7. The Claimant does not take issue with much of this account. He accepts that since 2007 he has been married to Elaheh Ansari, an Iranian citizen; that she lives at a property in Tehran which he has owned since 2009; and that he lives there with her when in Iran. The Claimant says that he has been trying to bring his wife to the United Kingdom for a number of years but that this has not been possible. He accepts that he spends time in Iran “on occasions for prolonged periods.” The Claimant says that the properties to which the First Defendant refers are owned jointly by himself, his father, and his brother. The Claimant does not accept the detail of the First Defendant’s contention about his business ventures in Iran but does accept that he has involvement which is essentially passive in some of them. He accepts that he had made investments on the Tehran stock exchange on the First Defendant’s behalf noting that he had referred to this in his affidavit and that this had been in April 2016.
    8. The Claimant concludes his response in this exchange of evidence by saying that he is and continues to be resident in England; that he has very strong connexions with England; and that he considers Manchester his home. However, he does not give any explanation for his failure to explain the scale of his Iranian connexions in his affidavit. In particular no explanation is given of why, when saying that his home was in England, the Claimant failed to mention his twelve-year marriage to a lady living in Iran and the time spent with her at a residential property he owns in Tehran. In my judgement that failure is significant. It indicates a degree of unreliability in the Claimant’s evidence and that he was content to put before the court an account of himself and his affairs which was not complete. This means that I must exercise caution in attaching weight to assertions made by him to the extent that they lack other support or confirmation.
    9. In respect of this limb of the Claimant’s argument I conclude that the Claimant’s status as a dual British-Iranian national does not give rise to a real risk that he would not obtain substantial justice in Iran. This is a commercial dispute between private individuals (I will consider below the contentions as to the Defendants’ connexions and influence). The Claimant has significant interests in Iran and a wife and a home there. On his own account of matters he has spent prolonged periods in Iran and has recently spent as much time as he can there. He does not suggest that any question of detention arising out of or connected with his dual national status has arisen to date. Those visits have not been since publication of the latest FCO guidance but have been since warnings in similar terms were given and since the claim against the Defendants was intimated. In addition I have taken account of the material in the evidence of Dr. Hosseinabadi to which I will refer below. If the Claimant were to fall foul of the Iranian authorities and were to be detained then he would be unlikely to be able to obtain British consular assistance but that is not a sufficient ground for concluding that there is a real risk that substantial justice will not be done in this dispute by reason of the Claimant’s dual national status.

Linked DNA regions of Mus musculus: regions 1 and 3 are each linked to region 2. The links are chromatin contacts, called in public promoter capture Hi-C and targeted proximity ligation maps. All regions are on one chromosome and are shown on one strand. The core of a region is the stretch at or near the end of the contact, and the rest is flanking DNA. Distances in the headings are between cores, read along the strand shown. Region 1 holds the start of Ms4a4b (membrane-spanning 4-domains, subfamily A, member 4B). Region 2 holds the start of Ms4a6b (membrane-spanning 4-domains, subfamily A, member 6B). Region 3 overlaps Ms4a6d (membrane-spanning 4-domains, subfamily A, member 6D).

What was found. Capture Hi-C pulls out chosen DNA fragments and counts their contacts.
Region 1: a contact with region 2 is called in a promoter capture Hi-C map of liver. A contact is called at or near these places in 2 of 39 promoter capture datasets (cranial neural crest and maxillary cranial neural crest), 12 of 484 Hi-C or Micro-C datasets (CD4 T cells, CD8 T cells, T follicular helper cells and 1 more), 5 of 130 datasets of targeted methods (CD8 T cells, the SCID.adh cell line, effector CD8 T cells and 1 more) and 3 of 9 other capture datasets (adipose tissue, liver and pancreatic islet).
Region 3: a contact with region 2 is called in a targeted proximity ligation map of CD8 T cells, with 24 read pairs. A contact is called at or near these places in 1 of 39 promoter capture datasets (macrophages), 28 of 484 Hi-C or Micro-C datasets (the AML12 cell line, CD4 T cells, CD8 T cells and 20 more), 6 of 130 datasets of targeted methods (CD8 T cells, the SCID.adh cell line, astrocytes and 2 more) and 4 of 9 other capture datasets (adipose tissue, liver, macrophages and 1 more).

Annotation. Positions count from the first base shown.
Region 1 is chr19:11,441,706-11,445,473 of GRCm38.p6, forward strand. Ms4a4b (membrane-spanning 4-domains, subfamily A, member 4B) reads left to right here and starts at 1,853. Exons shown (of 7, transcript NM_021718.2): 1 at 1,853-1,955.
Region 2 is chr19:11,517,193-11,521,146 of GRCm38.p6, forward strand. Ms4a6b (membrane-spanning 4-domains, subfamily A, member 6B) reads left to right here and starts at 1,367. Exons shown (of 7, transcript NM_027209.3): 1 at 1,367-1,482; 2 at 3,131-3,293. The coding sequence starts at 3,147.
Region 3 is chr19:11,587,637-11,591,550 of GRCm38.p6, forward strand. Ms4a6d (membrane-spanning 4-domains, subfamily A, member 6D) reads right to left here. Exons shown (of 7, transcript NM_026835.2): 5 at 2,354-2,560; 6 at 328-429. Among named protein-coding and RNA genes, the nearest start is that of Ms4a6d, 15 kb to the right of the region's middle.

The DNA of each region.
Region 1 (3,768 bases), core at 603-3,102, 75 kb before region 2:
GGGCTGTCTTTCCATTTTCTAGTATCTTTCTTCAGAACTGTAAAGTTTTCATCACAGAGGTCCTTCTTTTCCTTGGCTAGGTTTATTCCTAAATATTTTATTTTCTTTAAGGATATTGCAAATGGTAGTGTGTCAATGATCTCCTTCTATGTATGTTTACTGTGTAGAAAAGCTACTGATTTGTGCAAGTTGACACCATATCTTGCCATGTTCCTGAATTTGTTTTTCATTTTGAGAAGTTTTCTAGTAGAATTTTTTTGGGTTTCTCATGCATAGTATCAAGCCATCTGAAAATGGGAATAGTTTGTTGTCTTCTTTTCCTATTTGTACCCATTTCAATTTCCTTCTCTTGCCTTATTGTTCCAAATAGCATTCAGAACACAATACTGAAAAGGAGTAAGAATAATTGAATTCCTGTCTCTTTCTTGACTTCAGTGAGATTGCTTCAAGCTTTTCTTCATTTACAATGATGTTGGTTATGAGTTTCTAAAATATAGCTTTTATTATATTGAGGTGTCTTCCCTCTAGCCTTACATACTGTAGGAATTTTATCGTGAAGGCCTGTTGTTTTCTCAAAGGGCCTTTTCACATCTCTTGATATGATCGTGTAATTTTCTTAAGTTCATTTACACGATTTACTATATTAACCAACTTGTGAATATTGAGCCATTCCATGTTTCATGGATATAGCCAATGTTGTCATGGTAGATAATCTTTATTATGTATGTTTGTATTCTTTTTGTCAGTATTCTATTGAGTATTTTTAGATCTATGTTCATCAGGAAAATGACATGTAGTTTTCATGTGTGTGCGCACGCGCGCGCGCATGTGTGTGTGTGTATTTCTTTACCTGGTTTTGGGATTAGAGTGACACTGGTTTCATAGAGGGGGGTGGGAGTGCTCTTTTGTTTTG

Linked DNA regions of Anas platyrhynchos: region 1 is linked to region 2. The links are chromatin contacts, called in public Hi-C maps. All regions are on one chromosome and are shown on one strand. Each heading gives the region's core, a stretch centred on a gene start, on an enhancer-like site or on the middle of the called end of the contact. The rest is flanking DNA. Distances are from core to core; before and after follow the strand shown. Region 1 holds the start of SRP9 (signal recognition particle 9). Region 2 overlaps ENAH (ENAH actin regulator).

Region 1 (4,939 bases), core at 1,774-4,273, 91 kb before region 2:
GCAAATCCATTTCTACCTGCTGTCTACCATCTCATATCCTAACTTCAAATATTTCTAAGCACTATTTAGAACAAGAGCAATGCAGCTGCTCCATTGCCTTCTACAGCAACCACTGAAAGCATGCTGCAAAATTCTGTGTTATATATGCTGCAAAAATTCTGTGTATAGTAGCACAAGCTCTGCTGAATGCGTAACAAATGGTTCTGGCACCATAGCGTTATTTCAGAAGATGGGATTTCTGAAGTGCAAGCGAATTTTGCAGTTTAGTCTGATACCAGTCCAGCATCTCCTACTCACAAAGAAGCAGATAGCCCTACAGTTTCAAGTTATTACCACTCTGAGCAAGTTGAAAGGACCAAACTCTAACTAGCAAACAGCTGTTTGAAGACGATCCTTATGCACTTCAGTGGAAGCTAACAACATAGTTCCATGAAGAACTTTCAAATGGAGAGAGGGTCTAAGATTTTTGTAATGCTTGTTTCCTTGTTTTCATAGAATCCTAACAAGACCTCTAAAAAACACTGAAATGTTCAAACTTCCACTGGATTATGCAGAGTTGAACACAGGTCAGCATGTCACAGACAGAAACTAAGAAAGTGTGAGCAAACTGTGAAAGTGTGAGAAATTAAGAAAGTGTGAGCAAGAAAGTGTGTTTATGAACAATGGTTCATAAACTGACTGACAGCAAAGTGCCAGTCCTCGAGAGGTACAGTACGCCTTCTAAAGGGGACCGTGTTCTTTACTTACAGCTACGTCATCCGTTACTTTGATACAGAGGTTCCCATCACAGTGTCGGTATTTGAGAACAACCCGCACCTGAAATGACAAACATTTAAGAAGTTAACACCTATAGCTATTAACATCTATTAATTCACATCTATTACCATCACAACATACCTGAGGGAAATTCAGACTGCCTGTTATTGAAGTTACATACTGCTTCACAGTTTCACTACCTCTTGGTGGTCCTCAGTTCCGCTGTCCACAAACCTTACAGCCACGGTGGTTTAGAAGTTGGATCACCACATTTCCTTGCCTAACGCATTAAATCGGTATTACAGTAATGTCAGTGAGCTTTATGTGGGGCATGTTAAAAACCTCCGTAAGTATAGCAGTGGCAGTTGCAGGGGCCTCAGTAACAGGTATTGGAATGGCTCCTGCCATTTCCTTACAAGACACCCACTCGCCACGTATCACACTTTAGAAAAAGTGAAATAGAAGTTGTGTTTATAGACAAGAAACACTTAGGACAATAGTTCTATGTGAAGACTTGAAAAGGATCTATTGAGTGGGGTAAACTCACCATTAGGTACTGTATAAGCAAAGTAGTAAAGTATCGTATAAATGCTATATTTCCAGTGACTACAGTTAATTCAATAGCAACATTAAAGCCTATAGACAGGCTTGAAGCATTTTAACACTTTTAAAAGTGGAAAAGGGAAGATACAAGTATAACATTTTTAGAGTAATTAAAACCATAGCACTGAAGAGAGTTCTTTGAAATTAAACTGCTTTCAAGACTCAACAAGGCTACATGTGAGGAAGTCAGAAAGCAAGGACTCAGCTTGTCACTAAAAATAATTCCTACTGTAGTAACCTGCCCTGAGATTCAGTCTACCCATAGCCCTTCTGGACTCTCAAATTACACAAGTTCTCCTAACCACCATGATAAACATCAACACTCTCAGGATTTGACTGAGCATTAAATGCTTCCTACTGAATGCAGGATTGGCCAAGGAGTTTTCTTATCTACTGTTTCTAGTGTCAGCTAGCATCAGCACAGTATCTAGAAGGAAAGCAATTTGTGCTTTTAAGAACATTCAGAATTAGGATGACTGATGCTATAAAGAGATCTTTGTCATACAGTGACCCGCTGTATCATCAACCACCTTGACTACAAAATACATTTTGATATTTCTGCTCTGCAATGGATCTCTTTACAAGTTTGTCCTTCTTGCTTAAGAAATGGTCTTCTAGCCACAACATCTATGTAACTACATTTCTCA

10. I turn to the second limb of the Claimant’s contention that there is a real risk that substantial justice will not be available. The Claimant says that there are a substantial number of, often unannounced, court holidays in Iran; that delaying tactics are often a feature of Iranian litigation; and that corruption is “rife”. In relation to the last point the Claimant refers to the 2018 Corruption Perceptions Index of Transparency International; a Freedom House report of 2019; and a joint report of the Danish Immigration Service and the Danish Refugee Council. He also quotes a number of members of the Iranian judiciary and government. However, those quotations refer to robust action being taken against judges who are found to have been corrupt and that approach is also apparent from the Danish report.